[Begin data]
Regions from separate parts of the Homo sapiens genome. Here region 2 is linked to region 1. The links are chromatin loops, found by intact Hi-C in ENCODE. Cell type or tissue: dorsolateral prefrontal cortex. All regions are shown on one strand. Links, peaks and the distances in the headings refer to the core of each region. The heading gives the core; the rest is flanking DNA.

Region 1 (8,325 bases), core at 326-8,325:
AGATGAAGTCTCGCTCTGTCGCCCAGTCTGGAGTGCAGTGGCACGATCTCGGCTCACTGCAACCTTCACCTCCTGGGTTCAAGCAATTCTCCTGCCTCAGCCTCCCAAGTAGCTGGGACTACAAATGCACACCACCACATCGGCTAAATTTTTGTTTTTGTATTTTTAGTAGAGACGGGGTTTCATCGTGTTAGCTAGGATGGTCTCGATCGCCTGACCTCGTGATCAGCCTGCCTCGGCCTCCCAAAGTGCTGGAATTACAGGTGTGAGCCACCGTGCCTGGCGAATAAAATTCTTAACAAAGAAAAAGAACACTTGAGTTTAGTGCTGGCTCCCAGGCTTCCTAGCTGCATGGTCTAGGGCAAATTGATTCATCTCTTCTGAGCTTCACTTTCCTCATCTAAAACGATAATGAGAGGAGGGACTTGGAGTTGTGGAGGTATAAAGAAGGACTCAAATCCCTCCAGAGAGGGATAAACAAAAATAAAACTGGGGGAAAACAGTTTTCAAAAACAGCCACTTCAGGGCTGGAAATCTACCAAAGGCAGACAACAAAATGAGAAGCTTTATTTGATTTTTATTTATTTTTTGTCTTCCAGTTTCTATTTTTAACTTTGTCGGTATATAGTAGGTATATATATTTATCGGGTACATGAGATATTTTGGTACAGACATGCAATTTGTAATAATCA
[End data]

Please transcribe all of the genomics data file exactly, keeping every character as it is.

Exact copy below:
Regions from separate parts of the Homo sapiens genome. Here region 2 is linked to region 1. The links are chromatin loops, found by intact Hi-C in ENCODE. Cell type or tissue: dorsolateral prefrontal cortex. All regions are shown on one strand. Links, peaks and the distances in the headings refer to the core of each region. The heading gives the core; the rest is flanking DNA.

Region 1 (8,325 bases), core at 326-8,325:
AGATGAAGTCTCGCTCTGTCGCCCAGTCTGGAGTGCAGTGGCACGATCTCGGCTCACTGCAACCTTCACCTCCTGGGTTCAAGCAATTCTCCTGCCTCAGCCTCCCAAGTAGCTGGGACTACAAATGCACACCACCACATCGGCTAAATTTTTGTTTTTGTATTTTTAGTAGAGACGGGGTTTCATCGTGTTAGCTAGGATGGTCTCGATCGCCTGACCTCGTGATCAGCCTGCCTCGGCCTCCCAAAGTGCTGGAATTACAGGTGTGAGCCACCGTGCCTGGCGAATAAAATTCTTAACAAAGAAAAAGAACACTTGAGTTTAGTGCTGGCTCCCAGGCTTCCTAGCTGCATGGTCTAGGGCAAATTGATTCATCTCTTCTGAGCTTCACTTTCCTCATCTAAAACGATAATGAGAGGAGGGACTTGGAGTTGTGGAGGTATAAAGAAGGACTCAAATCCCTCCAGAGAGGGATAAACAAAAATAAAACTGGGGGAAAACAGTTTTCAAAAACAGCCACTTCAGGGCTGGAAATCTACCAAAGGCAGACAACAAAATGAGAAGCTTTATTTGATTTTTATTTATTTTTTGTCTTCCAGTTTCTATTTTTAACTTTGTCGGTATATAGTAGGTATATATATTTATCGGGTACATGAGATATTTTGGTACAGACATGCAATTTGTAATAATCA